Landlords will find the best returns in urban areas, with a concentration of students and young professionals.  Yields in houses of multiple occupation (HMOs) can be high. If you are targeting the student or young professionals market, buy a multiple-bedroom property near the university or City. Students and young professionals are looking for high spec accommodation with good appliances and a quality finish, that have good transport links nearby, such as train stations and main roads.

 It is important to remember that yields are calculated before maintenance costs, void periods,  mortgage payments and letting agent fees. So before acquiring a rental property, ensure you factor in all these costs.

An average residential property in Manchester is just £155,000, while a flat in a good area, costs as little as £120,000.  A property in Manchester can provide a 5% minimum cash rental yield and a typical 12% total cash yield, including 7% capital appreciation. Demand for rental accommodation is strong and by comparison with other regions, housing is cheaper.

House prices in London are about five times what they are in Manchester, but salaries are only 30% higher. Manchester is a very affordable place to live and demand for property is soaring in the City, thanks to the expansion of the MetroLink tram system, the trendy Northern Quarter and the BBC Media City.  It has vibrant restaurants, bars, clubs plus a great music scene, galleries and museums.

In the second half of this year, we may start to see a shift in investment focus away from London and towards the more lucrative and profitable BTL areas in the UK. Many investors will be looking at ways to protect potential new investments in 2016 from the impact of the Chancellor new tax measures.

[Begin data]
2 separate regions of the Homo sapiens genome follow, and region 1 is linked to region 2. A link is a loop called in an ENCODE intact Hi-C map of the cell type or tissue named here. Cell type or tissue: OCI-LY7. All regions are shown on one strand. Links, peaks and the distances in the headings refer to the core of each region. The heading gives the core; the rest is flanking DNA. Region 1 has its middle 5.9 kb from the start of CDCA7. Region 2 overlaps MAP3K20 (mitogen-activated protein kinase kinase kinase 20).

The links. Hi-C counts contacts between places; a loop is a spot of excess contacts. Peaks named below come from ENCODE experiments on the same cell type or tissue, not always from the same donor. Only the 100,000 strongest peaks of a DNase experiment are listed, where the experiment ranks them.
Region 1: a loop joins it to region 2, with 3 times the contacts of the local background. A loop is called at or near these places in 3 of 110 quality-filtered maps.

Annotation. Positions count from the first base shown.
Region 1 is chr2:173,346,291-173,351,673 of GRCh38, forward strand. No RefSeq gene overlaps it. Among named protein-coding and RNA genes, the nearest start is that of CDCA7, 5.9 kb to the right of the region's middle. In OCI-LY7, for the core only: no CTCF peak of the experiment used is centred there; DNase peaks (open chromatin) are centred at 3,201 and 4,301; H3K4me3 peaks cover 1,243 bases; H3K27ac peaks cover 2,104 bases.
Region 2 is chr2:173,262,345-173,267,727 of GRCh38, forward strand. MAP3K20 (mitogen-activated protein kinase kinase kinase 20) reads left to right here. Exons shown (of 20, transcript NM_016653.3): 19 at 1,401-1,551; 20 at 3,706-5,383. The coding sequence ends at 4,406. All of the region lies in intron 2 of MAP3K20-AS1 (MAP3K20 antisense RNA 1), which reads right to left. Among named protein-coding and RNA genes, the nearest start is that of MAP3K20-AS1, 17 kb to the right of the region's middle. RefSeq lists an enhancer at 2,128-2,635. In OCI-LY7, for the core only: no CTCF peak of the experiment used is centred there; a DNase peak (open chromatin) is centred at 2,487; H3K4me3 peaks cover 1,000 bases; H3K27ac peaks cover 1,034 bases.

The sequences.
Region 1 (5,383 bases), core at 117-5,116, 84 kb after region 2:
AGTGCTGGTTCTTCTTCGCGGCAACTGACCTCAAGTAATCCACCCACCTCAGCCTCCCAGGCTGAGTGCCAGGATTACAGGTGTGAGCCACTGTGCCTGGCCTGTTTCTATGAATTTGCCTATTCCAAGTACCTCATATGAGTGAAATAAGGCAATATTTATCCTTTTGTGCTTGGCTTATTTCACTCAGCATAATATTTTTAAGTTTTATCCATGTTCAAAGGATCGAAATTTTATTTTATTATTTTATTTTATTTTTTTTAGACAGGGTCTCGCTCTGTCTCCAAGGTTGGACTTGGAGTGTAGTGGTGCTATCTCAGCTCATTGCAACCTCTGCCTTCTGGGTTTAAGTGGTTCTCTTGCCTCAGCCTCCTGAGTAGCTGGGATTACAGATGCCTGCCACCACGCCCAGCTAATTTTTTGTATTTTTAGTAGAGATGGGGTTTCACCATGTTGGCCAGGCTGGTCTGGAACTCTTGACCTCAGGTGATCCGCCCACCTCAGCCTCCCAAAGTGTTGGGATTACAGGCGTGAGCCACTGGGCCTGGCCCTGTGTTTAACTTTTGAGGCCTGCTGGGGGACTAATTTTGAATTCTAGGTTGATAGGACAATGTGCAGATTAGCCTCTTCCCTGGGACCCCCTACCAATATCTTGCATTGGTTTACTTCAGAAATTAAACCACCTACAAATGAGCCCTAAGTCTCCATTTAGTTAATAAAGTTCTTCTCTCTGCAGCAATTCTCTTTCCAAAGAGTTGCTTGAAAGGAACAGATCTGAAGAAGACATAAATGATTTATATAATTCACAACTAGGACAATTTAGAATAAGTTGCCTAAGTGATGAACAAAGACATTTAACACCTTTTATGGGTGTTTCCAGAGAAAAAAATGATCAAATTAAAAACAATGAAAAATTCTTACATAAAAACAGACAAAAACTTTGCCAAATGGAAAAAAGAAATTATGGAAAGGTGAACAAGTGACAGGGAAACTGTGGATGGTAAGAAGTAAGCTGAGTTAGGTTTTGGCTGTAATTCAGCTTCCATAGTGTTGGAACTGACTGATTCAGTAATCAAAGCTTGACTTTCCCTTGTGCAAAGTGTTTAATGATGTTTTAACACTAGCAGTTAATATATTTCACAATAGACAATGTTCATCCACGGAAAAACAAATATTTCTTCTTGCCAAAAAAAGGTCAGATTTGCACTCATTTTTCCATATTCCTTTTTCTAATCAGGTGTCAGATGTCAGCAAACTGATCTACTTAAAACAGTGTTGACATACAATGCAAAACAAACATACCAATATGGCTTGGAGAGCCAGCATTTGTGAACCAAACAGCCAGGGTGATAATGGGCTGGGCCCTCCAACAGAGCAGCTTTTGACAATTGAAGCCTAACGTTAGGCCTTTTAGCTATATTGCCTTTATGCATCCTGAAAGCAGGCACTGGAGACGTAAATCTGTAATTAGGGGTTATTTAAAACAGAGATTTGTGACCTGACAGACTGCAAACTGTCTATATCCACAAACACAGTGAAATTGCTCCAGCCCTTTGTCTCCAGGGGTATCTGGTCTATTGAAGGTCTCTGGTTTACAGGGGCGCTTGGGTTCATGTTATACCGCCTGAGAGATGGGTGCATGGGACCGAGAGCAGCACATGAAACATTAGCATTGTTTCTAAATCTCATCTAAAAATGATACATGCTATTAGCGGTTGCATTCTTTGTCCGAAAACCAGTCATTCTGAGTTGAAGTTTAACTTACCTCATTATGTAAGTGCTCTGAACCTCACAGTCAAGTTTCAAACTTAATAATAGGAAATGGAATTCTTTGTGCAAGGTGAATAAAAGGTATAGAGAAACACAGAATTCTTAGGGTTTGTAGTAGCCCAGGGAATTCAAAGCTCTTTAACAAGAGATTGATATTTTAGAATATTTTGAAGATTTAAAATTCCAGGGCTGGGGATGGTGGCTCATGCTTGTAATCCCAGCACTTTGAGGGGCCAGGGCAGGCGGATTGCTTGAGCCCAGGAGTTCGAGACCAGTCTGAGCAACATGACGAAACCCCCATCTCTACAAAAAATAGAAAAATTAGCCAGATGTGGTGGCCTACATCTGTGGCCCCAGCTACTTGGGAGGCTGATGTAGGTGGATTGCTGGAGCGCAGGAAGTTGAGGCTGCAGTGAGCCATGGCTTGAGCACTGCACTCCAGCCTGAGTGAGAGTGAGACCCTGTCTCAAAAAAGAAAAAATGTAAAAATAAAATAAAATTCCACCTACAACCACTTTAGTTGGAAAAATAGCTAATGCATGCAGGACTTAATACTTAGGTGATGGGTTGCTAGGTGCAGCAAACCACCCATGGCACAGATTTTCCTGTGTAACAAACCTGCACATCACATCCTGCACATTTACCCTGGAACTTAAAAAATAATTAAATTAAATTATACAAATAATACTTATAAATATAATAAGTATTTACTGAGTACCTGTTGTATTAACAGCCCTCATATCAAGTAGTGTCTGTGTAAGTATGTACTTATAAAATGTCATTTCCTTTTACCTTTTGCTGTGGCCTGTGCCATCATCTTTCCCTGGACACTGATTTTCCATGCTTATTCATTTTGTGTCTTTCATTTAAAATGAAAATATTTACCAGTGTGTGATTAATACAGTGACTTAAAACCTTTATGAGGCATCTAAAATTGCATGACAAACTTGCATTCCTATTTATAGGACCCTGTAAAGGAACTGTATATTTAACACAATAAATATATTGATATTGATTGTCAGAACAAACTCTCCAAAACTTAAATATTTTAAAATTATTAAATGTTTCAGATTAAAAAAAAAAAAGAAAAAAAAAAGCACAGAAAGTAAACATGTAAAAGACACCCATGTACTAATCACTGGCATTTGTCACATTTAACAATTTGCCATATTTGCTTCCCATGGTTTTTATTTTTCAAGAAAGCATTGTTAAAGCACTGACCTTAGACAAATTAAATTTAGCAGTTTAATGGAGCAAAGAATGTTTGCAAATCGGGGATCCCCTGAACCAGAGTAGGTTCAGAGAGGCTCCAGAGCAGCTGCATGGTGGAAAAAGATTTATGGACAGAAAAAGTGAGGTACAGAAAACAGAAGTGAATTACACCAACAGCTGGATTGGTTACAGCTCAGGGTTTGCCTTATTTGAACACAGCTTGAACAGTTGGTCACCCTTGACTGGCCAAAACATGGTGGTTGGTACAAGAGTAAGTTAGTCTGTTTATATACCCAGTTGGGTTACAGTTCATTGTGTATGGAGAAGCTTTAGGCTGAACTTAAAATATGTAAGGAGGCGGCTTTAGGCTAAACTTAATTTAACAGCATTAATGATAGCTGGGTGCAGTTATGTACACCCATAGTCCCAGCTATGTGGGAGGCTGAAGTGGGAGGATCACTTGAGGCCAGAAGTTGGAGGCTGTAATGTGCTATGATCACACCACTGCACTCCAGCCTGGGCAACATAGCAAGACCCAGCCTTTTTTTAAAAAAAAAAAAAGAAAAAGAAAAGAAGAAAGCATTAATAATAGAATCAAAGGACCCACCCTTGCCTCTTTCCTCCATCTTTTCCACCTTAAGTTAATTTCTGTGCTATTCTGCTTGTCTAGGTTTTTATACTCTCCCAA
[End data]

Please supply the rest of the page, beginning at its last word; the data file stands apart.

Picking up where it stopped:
If investors can purchase cheaper properties with better yields, they will have the opportunity to protect and boost their profits in the longer term. Certainly the recent changes have made it a lot harder to make money in BTL. But where there are challenges, there are opportunities if you can think outside the box.

As a landlord, Peter Armistead personally owns properties as well as through his company, Armistead Property.  


Article courtesy of Landlord Today | Sign up for Landlord Today newsletter | Get this news on YOUR site!



One in five homes in Portugal sold to overseas buyers

The extent to which Portugal’s improving housing market is being propped up by foreign buyers was laid bare by figures showing that 20% of Portuguese property purchases in the first quarter of this year were made with overseas money.

New figures published by the Real Estate Association APEMIP show that thousands of Britons are taking advantage of a combination of favourable economic factors, including a strengthening Portuguese housing market, improving domestic economy and strong sterling exchange rate against the euro.